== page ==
The Transportation Research Board (TRB) of the National Academies National Cooperative Highway Research Program (NCHRP) developed Report 753: A Pre-Event Recovery Planning Guide for Transportation, which provides an overview of steps involved in planning and preparing for the recovery of critical transportation infrastructure after a catastrophic event such as a severe storm or wildfire. The Guide was developed to assist transportation owners, operators and planners with pre-event recovery planning.

Related Organizations: Transportation Research Board (TRB) of the National Academies, The National Academies

Resource Category: Planning

 

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Prince George’s County, Maryland Complete Streets Initiative

November 2012

In 2012, the Prince George’s County Council in Maryland passed a Complete Streets Ordinance that requires officials to incorporate measures to manage runoff and increase access for all roadway users (bicyclists, pedestrians, etc. ) on public and some private roadways. The ordinance directs county officials to incorporate environmental site design into road, trail, sidewalk, and transit construction projects to ensure that stormwater runoff is well-managed and that roads are accessible to everyone.

Resource Category: Law and Governance

 

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Port Authority of New York and New Jersey - PATH System Resiliency and Recovery Improvements

In the wake of Hurricane Sandy and the substantial damage done to the infrastructure managed by the Port Authority of New York and New Jersey (PANYNJ), PANYNJ has been repairing and rebuilding infrastructure components to make its PATH transit system more resilient to future Sandy-like storm events. The PATH system, the heavy rail (6 to 12-car trains) rapid transit system linking Manhattan to New Jersey cities and suburban communities, experienced the most severe flooding of any PANYNJ facilities during Hurricane Sandy.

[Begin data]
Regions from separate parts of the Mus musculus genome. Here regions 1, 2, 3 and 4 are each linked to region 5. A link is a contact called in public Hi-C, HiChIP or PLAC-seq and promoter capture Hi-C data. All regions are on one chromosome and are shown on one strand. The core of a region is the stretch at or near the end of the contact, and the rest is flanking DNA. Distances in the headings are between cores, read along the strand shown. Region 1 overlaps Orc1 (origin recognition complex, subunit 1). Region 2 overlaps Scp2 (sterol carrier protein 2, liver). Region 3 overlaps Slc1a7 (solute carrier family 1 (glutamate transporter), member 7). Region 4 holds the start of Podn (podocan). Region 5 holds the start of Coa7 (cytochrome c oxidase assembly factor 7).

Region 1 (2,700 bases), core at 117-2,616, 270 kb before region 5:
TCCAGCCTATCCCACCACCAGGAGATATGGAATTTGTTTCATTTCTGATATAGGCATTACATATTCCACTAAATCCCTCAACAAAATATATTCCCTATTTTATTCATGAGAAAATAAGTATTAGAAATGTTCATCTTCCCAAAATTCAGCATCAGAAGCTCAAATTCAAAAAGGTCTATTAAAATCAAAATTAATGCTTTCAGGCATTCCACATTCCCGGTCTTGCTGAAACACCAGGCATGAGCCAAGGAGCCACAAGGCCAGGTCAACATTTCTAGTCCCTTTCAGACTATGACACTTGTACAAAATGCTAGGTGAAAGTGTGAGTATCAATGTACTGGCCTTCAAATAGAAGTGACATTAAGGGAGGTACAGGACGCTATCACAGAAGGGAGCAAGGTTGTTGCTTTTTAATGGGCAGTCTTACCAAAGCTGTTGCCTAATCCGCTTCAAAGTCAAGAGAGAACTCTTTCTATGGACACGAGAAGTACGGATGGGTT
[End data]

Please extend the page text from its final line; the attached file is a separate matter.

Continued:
Related Organizations: The Port Authority of New York and New Jersey

Resource Category: Solutions

 

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Elevating Electrical Substations for Port Authority of New York and New Jersey

The Port Authority of New York and New Jersey (PANYNJ) has implemented projects to elevate electrical substations relied upon by critical transit systems – the Port Authority Trans-Hudson (PATH) and LaGuardia Airport in New York City – in order to better protect them from flooding during storm events.  PANYNJ is in the process of elevating two Substations for the PATH system that were damaged during Sandy and elevating and replacing an outdated substation at LaGuardia Airport. 

Related Organizations: The Port Authority of New York and New Jersey

Resource Category: Solutions

 

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International Bridge, Tunnel, and Turnpike Association Forum on Super Storm Sandy: Adaptation and Resilience

January 2013

The International Bridge, Tunnel, and Turnpike Association (IBTTA) hosted a workshop in the aftermath of Hurricane Sandy where agency officials shared strategies for operations and emergency management during extreme weather events. At the “Forum on Super Storm Sandy: Adaptation and Resilience” (Forum), agency officials who had been on the front lines of the response and recovery effort discussed lessons-learned with one another and with Florida state officials. The Forum was designed to engage transportation and tolling officials in “building adaptive solutions to climate change.

Resource Category: Education and Outreach

 

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Redesign of 21st Street, Paso Robles, California

2013

The City of Paso Robles, California redesigned a downtown street utilizing complete and green street design principles to better manage precipitation and stormwater runoff in a natural drainage area.   The 21st Street redesign project has proven successful as a means of stormwater management.   In a three-month period, the street’s new features, which include pervious pavement, street trees, and a stream channel in the middle of the street, helped mitigate flooding from nine significant rain events, and recharged approximately 250,000 gallons of stormwater into the region’s groundwater basin.

Resource Category: Solutions